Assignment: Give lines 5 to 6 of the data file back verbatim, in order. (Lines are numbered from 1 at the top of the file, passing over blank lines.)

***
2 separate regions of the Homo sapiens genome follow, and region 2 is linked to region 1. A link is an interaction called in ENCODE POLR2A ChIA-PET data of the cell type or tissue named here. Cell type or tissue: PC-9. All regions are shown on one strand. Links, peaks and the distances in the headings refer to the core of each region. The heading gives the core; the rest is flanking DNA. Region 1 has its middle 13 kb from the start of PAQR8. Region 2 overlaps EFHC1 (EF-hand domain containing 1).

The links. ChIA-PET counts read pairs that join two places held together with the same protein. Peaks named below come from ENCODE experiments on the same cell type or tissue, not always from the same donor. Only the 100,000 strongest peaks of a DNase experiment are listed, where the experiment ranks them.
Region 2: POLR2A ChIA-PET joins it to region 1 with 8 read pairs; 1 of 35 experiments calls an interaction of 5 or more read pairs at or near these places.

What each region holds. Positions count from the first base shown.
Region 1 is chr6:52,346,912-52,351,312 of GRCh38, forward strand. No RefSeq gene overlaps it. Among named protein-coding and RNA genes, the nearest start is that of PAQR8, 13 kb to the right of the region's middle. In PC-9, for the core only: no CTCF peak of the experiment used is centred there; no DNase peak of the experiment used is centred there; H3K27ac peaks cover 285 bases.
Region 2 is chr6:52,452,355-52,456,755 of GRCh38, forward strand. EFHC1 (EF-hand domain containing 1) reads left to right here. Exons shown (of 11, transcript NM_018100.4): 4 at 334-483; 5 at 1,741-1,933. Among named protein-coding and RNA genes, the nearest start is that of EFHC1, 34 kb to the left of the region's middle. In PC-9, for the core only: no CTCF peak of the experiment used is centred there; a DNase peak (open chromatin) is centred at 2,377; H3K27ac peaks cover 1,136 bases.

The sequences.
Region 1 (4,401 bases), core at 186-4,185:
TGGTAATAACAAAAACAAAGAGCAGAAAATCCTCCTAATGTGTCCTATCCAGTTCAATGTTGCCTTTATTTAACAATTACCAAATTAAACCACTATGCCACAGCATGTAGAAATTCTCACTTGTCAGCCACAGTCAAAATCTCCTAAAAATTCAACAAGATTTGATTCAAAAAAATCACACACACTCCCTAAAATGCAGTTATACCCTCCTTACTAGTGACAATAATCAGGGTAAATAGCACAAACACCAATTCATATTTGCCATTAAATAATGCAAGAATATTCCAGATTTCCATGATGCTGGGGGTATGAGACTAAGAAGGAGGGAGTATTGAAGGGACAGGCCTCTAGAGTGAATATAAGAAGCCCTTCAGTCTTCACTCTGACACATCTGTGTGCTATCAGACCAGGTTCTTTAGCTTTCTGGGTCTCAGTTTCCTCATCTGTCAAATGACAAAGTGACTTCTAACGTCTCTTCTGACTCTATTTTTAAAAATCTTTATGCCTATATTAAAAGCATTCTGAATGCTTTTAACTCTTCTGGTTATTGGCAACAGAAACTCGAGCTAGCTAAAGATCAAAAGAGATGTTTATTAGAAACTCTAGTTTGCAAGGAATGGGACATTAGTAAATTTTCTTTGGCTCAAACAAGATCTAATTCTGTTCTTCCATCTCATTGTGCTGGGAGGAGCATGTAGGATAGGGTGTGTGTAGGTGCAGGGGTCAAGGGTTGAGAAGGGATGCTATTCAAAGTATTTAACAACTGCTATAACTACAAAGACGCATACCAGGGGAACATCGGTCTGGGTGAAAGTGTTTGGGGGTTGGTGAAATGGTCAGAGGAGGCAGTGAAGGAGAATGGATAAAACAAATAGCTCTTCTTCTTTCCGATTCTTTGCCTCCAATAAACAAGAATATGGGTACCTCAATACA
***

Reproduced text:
Region 1 is chr6:52,346,912-52,351,312 of GRCh38, forward strand. No RefSeq gene overlaps it. Among named protein-coding and RNA genes, the nearest start is that of PAQR8, 13 kb to the right of the region's middle. In PC-9, for the core only: no CTCF peak of the experiment used is centred there; no DNase peak of the experiment used is centred there; H3K27ac peaks cover 285 bases.
Region 2 is chr6:52,452,355-52,456,755 of GRCh38, forward strand. EFHC1 (EF-hand domain containing 1) reads left to right here. Exons shown (of 11, transcript NM_018100.4): 4 at 334-483; 5 at 1,741-1,933. Among named protein-coding and RNA genes, the nearest start is that of EFHC1, 34 kb to the left of the region's middle. In PC-9, for the core only: no CTCF peak of the experiment used is centred there; a DNase peak (open chromatin) is centred at 2,377; H3K27ac peaks cover 1,136 bases.